What does Christmas mean to you? Anything special, or just another day?

As I mentioned in my post about the Winter Solstice, I see the Christmas holidays as a time to celebrate the return of the sun to its northward journey, and a time for us to openly express the goodwill and brotherly/sisterly love that resides deep in our souls but is too often smothered by the machinations of business.

One of my favourite articles about Christmas is called Mankind Is Our Business, by Ingrid Van Mater. It’s about Charles Dickens’s A Christmas Carol, which always brings tears to my eyes when I watch the movie, with Alistair Sim, on Christmas Eve.

I want to share some excerpts with you from Ingrid’s article, but I urge you to click on the link and read the whole piece.

An excerpt:

One of the most moving statements in this Christmas tale is by Marley’s Ghost when despairing over “life’s opportunities misused.” Scrooge, trembling with fear and beginning to share in Marley’s guilt, says: “But you were always a good man of business, Jacob.” Upon which the Ghost cried out in anguish:

“Business! Mankind was my business. The common welfare was my business; charity, mercy, forbearance, and benevolence, were all my business. The dealings of my trade were but a drop of water in the comprehensive ocean of my business!”

These words stand as an eloquent expression of our grand human purpose, suggesting that it is our inner thoughts and feelings, our motives, our priorities, which contribute to making our lives an emptiness or a fullness. What we are in our whole being is so much grander than anything we can measure by surface values. In Goethe’s words, “We are shaped and fashioned by what we love.” The “comprehensive ocean” brings to mind the vast spiritual resources in ourselves, that ocean of truth within, that we are just beginning to discover. From this standpoint our routine activities in themselves are but a “drop of water” compared to our total duty or “business” as innately caring and responsible human beings. — Ingrid Van Mater in Mankind Is Our Business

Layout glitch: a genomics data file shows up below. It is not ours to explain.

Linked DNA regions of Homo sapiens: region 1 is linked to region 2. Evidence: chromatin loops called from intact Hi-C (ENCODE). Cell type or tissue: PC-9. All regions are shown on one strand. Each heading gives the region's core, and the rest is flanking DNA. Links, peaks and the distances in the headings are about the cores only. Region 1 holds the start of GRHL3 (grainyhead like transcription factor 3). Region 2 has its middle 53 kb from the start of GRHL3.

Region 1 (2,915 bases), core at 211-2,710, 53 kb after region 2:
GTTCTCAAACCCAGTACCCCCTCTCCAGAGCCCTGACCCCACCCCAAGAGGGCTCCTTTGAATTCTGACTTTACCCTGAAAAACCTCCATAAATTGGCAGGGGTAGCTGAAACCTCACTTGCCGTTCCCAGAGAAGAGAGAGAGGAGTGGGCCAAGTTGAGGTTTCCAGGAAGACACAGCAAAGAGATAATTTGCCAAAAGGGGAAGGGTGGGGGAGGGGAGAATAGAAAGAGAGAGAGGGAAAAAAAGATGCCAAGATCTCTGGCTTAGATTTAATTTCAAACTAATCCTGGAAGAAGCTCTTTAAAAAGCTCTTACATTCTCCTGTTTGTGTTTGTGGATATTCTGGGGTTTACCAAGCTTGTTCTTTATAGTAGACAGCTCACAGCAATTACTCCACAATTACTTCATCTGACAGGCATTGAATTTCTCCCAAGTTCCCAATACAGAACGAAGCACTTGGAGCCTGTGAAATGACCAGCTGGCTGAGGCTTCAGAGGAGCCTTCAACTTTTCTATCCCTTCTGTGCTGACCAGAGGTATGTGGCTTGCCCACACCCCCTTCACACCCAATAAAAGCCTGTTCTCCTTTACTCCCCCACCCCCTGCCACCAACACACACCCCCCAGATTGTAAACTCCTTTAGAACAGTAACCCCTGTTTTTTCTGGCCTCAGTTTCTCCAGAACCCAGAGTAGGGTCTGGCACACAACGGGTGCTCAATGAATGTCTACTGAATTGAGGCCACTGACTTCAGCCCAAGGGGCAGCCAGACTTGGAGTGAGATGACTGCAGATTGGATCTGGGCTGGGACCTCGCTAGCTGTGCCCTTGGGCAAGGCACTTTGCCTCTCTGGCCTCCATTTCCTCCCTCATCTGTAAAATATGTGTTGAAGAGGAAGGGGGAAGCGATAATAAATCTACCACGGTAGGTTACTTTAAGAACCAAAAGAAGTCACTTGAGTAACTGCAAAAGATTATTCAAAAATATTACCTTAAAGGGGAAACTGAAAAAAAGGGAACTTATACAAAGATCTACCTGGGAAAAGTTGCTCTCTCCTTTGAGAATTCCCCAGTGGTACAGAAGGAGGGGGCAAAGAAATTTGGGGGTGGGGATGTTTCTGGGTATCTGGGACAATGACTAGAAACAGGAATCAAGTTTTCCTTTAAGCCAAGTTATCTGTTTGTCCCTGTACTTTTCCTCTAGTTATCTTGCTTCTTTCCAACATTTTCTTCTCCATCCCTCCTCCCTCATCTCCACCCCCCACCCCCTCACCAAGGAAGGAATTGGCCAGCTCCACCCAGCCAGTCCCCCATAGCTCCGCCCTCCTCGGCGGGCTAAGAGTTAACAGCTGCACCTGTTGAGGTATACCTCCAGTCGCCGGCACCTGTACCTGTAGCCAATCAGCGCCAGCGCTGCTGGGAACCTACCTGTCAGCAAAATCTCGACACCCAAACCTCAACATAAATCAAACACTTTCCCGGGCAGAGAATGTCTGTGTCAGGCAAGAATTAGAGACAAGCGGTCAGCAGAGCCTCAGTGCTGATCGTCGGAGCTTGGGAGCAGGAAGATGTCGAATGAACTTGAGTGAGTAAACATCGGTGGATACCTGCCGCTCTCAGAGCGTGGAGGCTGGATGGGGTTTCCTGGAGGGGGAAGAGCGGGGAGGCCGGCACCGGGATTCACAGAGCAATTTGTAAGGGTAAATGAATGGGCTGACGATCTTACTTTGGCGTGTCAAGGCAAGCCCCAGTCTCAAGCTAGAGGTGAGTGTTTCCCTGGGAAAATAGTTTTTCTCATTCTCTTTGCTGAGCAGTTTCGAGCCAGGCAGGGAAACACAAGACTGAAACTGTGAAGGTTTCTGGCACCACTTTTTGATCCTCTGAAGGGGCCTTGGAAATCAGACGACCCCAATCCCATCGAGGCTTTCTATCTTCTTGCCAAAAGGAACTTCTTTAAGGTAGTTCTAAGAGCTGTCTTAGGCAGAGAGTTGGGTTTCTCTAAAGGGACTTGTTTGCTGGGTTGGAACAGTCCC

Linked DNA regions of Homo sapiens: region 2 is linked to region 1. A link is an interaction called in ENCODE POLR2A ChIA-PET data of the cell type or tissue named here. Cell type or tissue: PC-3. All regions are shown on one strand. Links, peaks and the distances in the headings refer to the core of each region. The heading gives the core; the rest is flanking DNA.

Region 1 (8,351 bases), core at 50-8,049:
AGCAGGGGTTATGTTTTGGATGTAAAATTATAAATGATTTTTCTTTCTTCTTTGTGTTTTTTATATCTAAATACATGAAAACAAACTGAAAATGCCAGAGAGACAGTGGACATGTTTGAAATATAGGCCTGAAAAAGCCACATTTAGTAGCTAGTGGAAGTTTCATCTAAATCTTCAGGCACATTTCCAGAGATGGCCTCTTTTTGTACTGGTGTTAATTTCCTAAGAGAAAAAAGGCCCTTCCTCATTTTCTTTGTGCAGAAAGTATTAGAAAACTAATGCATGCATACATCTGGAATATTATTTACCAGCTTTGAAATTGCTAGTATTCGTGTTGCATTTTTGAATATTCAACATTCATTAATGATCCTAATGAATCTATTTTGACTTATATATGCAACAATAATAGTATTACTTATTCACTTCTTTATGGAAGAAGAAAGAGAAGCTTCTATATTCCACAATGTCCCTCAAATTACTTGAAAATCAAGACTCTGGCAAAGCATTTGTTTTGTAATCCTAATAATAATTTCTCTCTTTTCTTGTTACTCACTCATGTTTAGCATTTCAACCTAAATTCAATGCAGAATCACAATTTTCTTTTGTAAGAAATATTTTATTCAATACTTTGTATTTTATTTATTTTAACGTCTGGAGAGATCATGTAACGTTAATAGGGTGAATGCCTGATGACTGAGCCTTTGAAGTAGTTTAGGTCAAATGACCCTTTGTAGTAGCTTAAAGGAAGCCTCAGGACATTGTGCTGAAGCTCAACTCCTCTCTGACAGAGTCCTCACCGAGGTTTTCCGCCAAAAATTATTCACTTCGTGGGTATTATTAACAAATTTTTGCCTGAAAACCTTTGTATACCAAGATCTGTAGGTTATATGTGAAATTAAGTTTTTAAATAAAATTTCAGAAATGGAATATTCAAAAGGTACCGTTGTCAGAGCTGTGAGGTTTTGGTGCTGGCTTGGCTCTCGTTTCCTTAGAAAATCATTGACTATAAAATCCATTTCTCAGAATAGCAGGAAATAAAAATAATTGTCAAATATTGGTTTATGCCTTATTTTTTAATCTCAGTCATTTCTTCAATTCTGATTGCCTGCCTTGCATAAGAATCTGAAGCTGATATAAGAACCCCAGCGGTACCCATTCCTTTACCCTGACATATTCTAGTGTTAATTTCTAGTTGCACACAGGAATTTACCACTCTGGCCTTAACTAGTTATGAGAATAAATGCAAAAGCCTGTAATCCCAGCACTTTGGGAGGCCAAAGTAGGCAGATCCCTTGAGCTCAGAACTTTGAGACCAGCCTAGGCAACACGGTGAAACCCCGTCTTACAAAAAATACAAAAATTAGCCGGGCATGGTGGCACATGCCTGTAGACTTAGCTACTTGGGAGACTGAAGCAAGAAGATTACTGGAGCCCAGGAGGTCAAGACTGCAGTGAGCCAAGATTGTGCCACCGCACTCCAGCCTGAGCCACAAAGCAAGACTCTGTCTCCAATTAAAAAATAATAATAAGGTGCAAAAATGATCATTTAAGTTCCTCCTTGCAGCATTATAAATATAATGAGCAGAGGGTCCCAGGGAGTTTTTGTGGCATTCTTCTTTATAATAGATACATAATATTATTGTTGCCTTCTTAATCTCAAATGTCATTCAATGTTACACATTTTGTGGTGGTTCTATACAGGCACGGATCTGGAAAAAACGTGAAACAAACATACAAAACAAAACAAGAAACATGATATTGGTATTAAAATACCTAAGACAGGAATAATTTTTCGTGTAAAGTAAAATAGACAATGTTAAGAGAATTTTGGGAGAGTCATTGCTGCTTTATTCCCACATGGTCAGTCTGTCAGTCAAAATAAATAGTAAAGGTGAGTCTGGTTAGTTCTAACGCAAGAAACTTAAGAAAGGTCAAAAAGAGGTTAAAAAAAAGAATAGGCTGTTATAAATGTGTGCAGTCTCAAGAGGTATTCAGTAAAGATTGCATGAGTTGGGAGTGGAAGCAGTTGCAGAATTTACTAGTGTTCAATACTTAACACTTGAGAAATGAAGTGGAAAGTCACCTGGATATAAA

Another excerpt:

A Christmas Carol arouses our sympathies and gives hope for humankind. It belongs to this sacred birthtime of the year, a time of beginnings and opportunities, when all things — and people too — are touched by the tide of renewal. As Scrooge’s nephew said when his uncle formerly dismissed Christmas and its joyous significance with the words, Bah! Humbug!:

“I have always thought of Christmas time, when it has come around apart from the veneration due to its sacred name and origin, if anything belonging to it can be apart from that — as a good time; a kind, forgiving, charitable, pleasant time; the only time I know of the long calendar of the year, when men and women seem by one consent to open their shut-up hearts freely, and to think of people . . . as if they were fellow-passengers. . . .” — Ingrid Van Mater in Mankind Is Our Business

How about you? Please share your thoughts about Christmas . . .


We are not brought into existence by chance nor thrown up into earth-life like wreckage cast along the shore, but are here for infinitely noble purposes.— Katherine Tingley